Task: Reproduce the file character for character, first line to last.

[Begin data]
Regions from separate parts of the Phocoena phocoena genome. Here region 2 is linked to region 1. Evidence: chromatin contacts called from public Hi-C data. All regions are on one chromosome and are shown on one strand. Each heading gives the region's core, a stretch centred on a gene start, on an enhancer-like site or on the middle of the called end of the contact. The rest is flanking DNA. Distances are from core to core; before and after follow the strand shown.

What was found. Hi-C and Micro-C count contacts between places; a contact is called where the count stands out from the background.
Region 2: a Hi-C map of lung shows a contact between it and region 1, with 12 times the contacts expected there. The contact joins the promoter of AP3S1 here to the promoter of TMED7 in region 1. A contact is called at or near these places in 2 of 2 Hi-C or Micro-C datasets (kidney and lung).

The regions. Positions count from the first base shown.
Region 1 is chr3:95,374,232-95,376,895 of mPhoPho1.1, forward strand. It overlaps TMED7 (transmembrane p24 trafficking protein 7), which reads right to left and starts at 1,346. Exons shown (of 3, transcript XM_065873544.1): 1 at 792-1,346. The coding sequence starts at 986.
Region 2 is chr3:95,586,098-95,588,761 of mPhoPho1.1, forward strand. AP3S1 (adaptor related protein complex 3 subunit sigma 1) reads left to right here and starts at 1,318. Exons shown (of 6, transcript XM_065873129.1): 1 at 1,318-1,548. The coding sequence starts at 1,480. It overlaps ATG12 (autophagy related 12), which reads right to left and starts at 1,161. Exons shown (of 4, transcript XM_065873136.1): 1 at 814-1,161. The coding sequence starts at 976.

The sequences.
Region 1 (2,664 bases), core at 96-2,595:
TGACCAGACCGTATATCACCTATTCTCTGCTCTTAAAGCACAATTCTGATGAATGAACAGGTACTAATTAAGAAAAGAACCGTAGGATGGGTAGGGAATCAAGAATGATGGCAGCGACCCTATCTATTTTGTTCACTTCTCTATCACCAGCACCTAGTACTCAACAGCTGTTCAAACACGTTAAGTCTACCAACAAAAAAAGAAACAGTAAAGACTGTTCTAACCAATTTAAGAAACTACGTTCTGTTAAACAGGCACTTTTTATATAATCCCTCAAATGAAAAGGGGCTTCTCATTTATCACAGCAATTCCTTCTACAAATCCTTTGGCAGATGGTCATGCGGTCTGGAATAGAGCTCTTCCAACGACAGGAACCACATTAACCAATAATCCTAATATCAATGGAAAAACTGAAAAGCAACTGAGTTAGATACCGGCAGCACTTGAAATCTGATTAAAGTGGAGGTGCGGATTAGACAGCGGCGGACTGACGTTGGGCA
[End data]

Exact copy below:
Regions from separate parts of the Phocoena phocoena genome. Here region 2 is linked to region 1. Evidence: chromatin contacts called from public Hi-C data. All regions are on one chromosome and are shown on one strand. Each heading gives the region's core, a stretch centred on a gene start, on an enhancer-like site or on the middle of the called end of the contact. The rest is flanking DNA. Distances are from core to core; before and after follow the strand shown.

What was found. Hi-C and Micro-C count contacts between places; a contact is called where the count stands out from the background.
Region 2: a Hi-C map of lung shows a contact between it and region 1, with 12 times the contacts expected there. The contact joins the promoter of AP3S1 here to the promoter of TMED7 in region 1. A contact is called at or near these places in 2 of 2 Hi-C or Micro-C datasets (kidney and lung).

The regions. Positions count from the first base shown.
Region 1 is chr3:95,374,232-95,376,895 of mPhoPho1.1, forward strand. It overlaps TMED7 (transmembrane p24 trafficking protein 7), which reads right to left and starts at 1,346. Exons shown (of 3, transcript XM_065873544.1): 1 at 792-1,346. The coding sequence starts at 986.
Region 2 is chr3:95,586,098-95,588,761 of mPhoPho1.1, forward strand. AP3S1 (adaptor related protein complex 3 subunit sigma 1) reads left to right here and starts at 1,318. Exons shown (of 6, transcript XM_065873129.1): 1 at 1,318-1,548. The coding sequence starts at 1,480. It overlaps ATG12 (autophagy related 12), which reads right to left and starts at 1,161. Exons shown (of 4, transcript XM_065873136.1): 1 at 814-1,161. The coding sequence starts at 976.

The sequences.
Region 1 (2,664 bases), core at 96-2,595:
TGACCAGACCGTATATCACCTATTCTCTGCTCTTAAAGCACAATTCTGATGAATGAACAGGTACTAATTAAGAAAAGAACCGTAGGATGGGTAGGGAATCAAGAATGATGGCAGCGACCCTATCTATTTTGTTCACTTCTCTATCACCAGCACCTAGTACTCAACAGCTGTTCAAACACGTTAAGTCTACCAACAAAAAAAGAAACAGTAAAGACTGTTCTAACCAATTTAAGAAACTACGTTCTGTTAAACAGGCACTTTTTATATAATCCCTCAAATGAAAAGGGGCTTCTCATTTATCACAGCAATTCCTTCTACAAATCCTTTGGCAGATGGTCATGCGGTCTGGAATAGAGCTCTTCCAACGACAGGAACCACATTAACCAATAATCCTAATATCAATGGAAAAACTGAAAAGCAACTGAGTTAGATACCGGCAGCACTTGAAATCTGATTAAAGTGGAGGTGCGGATTAGACAGCGGCGGACTGACGTTGGGCA